Compared to the majority of balance boards you’ll find on sites like Amazon, the Floatdeck is more expensive, coming in at $249 on Fully’s website. While that may seem like a lot for many shoppers, it is indicative of higher quality products that will likely last longer, so you don’t have to buy another any time soon. So it looks like it shares that distinction with balance boards like The Level from Fluidstance or the top-rated Gymba from iMovR.
The likely reason for the high price on the Floatdeck is the cost of manufacturing the lightweight powder-coated aluminum base. We’d call it “innovative” except that it appears to be a knock-off of Fluidstance’s design, on which they hold quite a few patents. Nevertheless, aluminum cast molds and aluminum itself are extremely expensive, and the cost must be amortized across unit sales.
Can You Use it While You Work at a Standing Desk?
Unlike many balance trainers, rocker boards and wobble boards that are meant solely for exercise or physical therapy and require a great deal of focus to use without falling down, the Floatdeck is marketed by Fully—a standing desk manufacturer—as being meant for use while you are working at a standing desk. They’re not the only balance board producer making this claim, but with few exceptions it is a specious one.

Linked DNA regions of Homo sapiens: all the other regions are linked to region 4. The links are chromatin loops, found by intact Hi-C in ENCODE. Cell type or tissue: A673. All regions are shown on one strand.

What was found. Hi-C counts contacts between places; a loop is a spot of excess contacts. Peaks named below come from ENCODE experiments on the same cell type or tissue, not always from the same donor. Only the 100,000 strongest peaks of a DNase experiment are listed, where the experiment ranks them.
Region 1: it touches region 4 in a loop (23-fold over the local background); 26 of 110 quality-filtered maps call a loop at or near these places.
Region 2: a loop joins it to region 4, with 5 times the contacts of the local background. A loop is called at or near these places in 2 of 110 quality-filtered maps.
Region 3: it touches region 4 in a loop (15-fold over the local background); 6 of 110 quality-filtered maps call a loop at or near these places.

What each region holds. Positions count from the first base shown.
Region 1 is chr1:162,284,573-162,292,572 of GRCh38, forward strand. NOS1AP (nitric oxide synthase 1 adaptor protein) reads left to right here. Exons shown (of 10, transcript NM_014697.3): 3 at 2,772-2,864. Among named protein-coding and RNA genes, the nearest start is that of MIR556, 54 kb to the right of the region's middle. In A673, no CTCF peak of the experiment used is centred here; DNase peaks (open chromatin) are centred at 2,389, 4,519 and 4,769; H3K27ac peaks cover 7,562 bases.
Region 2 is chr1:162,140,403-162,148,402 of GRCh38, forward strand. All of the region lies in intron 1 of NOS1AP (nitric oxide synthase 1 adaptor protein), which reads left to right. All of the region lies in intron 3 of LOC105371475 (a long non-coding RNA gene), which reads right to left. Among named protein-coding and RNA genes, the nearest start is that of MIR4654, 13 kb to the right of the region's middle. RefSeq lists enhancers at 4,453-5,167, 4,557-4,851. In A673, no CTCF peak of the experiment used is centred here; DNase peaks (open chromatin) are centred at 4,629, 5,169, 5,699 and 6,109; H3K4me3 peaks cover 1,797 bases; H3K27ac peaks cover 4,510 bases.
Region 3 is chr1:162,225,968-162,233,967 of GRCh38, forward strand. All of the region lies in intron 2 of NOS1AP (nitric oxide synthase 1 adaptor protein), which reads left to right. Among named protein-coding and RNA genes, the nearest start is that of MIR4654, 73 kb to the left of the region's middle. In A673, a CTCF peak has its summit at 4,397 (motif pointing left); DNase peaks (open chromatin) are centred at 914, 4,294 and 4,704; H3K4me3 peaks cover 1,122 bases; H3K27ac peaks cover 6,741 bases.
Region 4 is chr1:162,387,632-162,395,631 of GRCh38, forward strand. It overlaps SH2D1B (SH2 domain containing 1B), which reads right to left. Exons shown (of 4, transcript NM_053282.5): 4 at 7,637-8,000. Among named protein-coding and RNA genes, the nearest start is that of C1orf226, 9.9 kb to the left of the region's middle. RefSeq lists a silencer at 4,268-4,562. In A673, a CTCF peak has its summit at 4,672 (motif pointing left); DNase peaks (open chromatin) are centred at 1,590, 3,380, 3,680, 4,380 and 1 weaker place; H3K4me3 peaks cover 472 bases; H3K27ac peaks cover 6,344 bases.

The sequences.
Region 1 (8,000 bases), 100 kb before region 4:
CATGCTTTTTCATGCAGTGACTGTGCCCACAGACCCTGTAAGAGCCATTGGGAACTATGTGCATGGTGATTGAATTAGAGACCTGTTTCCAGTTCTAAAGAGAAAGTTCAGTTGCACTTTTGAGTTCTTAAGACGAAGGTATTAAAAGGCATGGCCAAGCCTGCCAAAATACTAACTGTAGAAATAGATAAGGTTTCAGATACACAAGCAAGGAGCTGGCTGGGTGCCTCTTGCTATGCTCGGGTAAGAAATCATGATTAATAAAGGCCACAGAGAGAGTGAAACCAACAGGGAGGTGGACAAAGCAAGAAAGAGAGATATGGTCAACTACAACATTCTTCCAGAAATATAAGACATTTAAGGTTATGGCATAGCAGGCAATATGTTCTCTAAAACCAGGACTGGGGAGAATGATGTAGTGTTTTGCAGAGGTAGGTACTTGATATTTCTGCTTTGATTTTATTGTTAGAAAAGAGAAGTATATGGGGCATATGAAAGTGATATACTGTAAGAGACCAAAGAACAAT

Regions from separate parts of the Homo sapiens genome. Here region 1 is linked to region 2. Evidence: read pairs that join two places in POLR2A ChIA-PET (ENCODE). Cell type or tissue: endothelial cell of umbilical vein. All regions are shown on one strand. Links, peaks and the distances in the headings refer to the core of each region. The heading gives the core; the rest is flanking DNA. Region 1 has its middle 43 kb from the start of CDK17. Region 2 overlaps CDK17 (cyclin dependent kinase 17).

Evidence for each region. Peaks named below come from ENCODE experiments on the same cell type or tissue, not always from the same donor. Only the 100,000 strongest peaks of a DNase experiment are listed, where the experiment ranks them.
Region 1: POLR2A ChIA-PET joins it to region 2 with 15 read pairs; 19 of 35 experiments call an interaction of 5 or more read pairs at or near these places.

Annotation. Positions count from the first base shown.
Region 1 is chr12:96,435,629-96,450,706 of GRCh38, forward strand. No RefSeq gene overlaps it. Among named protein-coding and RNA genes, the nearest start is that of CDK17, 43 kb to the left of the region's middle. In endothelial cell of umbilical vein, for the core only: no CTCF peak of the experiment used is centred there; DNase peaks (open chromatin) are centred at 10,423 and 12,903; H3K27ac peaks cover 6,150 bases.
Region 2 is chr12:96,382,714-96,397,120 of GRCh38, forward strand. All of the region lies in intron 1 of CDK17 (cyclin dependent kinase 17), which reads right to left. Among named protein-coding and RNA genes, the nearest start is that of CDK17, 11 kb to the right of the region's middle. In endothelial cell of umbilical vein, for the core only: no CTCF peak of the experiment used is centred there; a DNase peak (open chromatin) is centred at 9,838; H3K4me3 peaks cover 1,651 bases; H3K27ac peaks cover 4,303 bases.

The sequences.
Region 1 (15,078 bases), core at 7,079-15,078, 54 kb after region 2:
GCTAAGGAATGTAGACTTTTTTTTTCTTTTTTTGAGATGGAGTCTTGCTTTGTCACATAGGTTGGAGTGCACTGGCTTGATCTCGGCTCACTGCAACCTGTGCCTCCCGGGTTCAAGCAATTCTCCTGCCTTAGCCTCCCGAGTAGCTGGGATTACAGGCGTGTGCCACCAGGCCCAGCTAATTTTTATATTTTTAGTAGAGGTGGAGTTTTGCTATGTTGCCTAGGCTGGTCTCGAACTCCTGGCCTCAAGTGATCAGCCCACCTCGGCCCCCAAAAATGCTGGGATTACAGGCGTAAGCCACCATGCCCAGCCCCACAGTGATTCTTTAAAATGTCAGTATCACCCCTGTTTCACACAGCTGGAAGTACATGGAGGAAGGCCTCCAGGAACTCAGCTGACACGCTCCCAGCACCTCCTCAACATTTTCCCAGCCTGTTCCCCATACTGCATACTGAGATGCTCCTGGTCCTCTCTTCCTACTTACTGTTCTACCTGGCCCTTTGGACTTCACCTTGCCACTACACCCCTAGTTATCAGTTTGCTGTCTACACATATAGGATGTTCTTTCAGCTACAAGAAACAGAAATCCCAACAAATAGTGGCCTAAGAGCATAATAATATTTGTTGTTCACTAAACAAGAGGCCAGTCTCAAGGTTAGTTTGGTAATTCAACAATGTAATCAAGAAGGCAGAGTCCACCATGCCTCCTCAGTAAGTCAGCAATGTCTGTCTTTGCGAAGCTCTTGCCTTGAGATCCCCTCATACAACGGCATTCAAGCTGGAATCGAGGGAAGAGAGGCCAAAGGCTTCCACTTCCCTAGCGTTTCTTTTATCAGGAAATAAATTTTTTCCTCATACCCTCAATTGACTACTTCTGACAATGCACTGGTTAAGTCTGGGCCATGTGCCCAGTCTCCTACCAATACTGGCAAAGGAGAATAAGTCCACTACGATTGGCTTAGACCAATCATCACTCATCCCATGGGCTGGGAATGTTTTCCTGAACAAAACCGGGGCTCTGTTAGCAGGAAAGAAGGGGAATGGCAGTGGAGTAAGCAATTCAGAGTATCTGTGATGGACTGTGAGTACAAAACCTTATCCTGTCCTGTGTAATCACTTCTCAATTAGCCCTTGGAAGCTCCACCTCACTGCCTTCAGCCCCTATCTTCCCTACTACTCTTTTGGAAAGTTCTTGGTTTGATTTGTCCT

While we suppose it may be possible for an extremely agile individual to stand on it and type proficiently at the same time, this shouldn’t be a realistic expectation for most users. It is concerning that the video which shows the Floatdeck in action depicts the user potting plants, which doesn’t require fine motor skills such as when typing or moving a mouse. True “ergonomic balance boards” that are actually designed for use while typing are few and far between, such as the iMovR Gymba.
Another concern comes from several reviews from customers who complain about the noise that it makes while rocking back and forth on it. One customer commented, “The creaking, however, is very loud — so loud, that my partner says it sounds like I’m on a wooden ship when I’m on it, lol. I can’t really use it when I’m on Zoom meetings, because then it looks like I’m always ‘speaking’ — the creaking is that clamorous. Were it not for this flaw, it would be perfect.”